1. Just when you figure out something your picky child will eat, he’ll decide he doesn’t like it anymore. “I don’t like chicken nuggets and mustard now, Mama!” Good thing I just bought them IN BULK at Costco!!
2. For once you make it to school on time -- and then you realize it’s a holiday.
3. The one time you leave your cell phone in the car while you go to the gym is the one time your sitter was frantically trying to get a hold of you because you left her a bottle for the baby but no nipple.
4. The baby FINALLY sleeps through the night -- but only because he has a fever.
5. Your child quietly entertains himself for a whole half-hour. Because he was busy drawing all over the furniture in the next room.
6. You get caught up on all your thank-you notes -- before realizing you forgot to address them before you sealed the envelopes.
7. At last, your toddler has started going #2 on the potty by himself! Too bad he pulls up his pants before telling you he needs to be wiped.
8. You manage to get both kids to take a nap at the same time -- but not on the same day.
9. In a rare fit of productivity, you make dinner from scratch. Then you burn the bajeezus out of it because you forgot to turn the stove off while you gave the baby a bath.
10. After months of trying, you and that super-busy mom finally schedule a playdate for your kids. Then someone contracts an infectious disease the day before.
11. You get everybody’s sheets washed, dried, and put back on their beds. The very next day, someone has a diaper blowout, throws up, or spills a juice box all over their bed -- or yours.*
*BTW, does anyone else get bloody knuckles from changing crib sheets? Do they really need to make those things so freaking tight??
12. You can't wait for your little shadow to be more independent. Then comes the day when he slams the door in your face because he “needs privacy” and he skips off to preschool without a backward glance.
NEWS O’ THE WEEK: The next session of my 6-week online writing class, “Personal Essays that Get Published” starts in a week! There’s still room for last-minute sign-ups. The class offers great camaraderie, accountability & best of all, how-to tips on getting published, even if you never have before. Past students have sold their essays to Chicago Parent, Southern Living, The New York Times & more. Get more info & sign up here.
1. Just when you figure out something your picky child will eat, he’ll decide he doesn’t like it anymore. “I don’t like chicken nuggets and mustard now, Mama!” Good thing I just bought them IN BULK at Costco!!
Yesterday was a bad day. Like most days, it started with the baby waking up at 3 a.m. Then my 3 y.o. was up around 6. (Doesn’t anyone but me like to stay in bed until the sun’s actually up??)
During the morning rush, Miles was playing in the recycling bin rather than putting on his shoes like I’d asked him to … 6 TIMES ALREADY! Next thing I know, he’s screaming and crying and bleeding. Apparently, he’d stepped on a piece of broken glass. Upon closer inspection, it turned out not to be as awful as it looked. But by the time we’d dealt with all that, we were late to school and the baby had missed his morning nap window.
The rest of the day passed typically with Riley spitting up all over everyone and everything -– now in a rainbow of colors, thanks to his diet of fruits and vegetables! -– and Miles not napping. We were supposed to go to a school picnic that evening, which I was dreading having to manage solo since C. wouldn’t be home from work in time.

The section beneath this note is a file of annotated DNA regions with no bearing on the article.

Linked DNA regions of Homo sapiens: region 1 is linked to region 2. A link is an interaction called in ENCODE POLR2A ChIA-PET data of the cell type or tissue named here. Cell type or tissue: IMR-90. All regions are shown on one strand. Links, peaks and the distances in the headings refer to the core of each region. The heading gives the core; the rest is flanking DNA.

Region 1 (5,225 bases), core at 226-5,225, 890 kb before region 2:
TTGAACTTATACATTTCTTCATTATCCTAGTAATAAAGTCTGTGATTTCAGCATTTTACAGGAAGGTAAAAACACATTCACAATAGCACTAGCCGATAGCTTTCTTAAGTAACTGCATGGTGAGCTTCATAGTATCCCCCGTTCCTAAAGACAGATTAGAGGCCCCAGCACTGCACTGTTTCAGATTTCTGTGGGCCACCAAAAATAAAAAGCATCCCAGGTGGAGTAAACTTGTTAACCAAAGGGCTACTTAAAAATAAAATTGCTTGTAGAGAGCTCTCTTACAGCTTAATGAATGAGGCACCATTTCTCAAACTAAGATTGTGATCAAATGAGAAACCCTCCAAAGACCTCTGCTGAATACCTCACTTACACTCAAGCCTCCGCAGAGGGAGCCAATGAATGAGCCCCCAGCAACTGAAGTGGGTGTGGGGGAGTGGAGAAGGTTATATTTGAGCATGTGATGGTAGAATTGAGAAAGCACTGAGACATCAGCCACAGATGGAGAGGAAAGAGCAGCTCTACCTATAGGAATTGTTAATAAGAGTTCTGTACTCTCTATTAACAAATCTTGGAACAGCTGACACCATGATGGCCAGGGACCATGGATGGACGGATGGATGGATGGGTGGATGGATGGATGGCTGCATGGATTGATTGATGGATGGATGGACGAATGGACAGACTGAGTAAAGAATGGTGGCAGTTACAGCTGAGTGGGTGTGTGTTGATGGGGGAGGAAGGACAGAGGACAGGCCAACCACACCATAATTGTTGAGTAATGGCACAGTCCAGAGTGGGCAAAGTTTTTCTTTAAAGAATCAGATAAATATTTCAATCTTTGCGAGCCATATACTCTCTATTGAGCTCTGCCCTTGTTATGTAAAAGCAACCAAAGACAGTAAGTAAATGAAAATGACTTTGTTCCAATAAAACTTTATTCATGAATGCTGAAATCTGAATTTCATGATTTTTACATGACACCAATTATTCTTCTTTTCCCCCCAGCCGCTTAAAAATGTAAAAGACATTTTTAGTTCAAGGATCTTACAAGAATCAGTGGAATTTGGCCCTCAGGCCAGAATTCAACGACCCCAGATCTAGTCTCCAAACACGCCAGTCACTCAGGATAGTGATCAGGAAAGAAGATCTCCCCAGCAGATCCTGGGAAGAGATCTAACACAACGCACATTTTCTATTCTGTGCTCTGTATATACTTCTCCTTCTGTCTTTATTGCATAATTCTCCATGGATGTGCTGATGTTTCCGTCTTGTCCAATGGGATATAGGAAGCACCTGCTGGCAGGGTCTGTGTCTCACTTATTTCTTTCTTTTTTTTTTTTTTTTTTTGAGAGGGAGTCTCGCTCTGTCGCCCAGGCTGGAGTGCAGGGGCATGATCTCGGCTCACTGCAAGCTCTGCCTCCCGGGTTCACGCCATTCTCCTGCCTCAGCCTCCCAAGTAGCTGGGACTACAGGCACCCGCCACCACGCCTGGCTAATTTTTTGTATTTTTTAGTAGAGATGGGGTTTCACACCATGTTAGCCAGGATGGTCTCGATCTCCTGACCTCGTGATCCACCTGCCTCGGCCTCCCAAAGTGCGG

But just before I was about to start getting everybody ready, Miles let the dog in from the backyard. She went tearing through the house, tripped over my computer cord, and sent my laptop crashing to the floor. Pieces of metal and plastic scattered everywhere.
I lost it. (My sanity, I mean. Not my computer. Like Miles’ cut, it turned out the damage was mostly superficial.) I am not cut out for this. I quit. I’m moving to Guam. I can’t do this anymore. The world is against me. Those are just a few of the thoughts that went through my mind.
So when C. and I were talking later that night and he said, “It was your choice to stay home with the kids.” I kind of lost it. Again. (This time I mean my temper, not my sanity. Which as you may recall, was already gone.)
First, let me clarify that my husband was not trying to be an unsympathetic jerk. Rather, he was genuinely perplexed about what to do and trying to find a solution, in that typically male way. A problem? Let’s fix it! Then we can stop talking and watch the game already!
But something about that word “choice” infuriated me. What was he TALKING about? That’s like telling the castaways on Gilligan’s Island, “Well, hey, you guys CHOSE to go on that 3-hour tour!”
Did my husband really think I CHOSE to spend 12 hours a day wiping butts and cleaning up glass shards by myself?? Did he think that before we had kids I had any idea what was involved? That I’d be required to fish pieces of newspaper and Legos out of my 6 m.o.’s mouth that he’d grabbed while I was busy cleaning up a dirty diaper the dog had shredded? Or that potty-training my older son would be an extended form of malodorous torture? Or that I’d spend most of my days dividing my time between 2 needy beings who require constant feeding and attention and I’d barely have time to brush my teeth, let alone write anything?
The way I see it, the choice boiled down to this: C.’s job pays more and provides health benefits. I am a self-employed freelance writer. I can work as much or as little as I like, from anywhere. I never intended to stop working. And I never seriously considered full-time childcare. I assumed that I could have the best of both worlds. And you know what they say when you assume…
Today I was catching up on some blog reading and I came across this post on Jeannette Maw’s Good Vibe Blog. Here’s an excerpt:
“… I believe there is one thing that can help no matter the situation we’re dealing with.
That is to recognize we have a choice.
We always have a choice.
Once upon a time I hated my job, but I went because of the story I believed about how I should be grateful for it, that bills needed paying, and that the investment in this career shouldn’t be wasted, etc. etc.
And it was misery.
But once I realized (with the help of a coach) that I actually had a choice as to whether I got out of bed and went to work, it wasn’t quite as awful to go. I could stay home. That was an option!
That choice would have consequences, surely … but it was an option!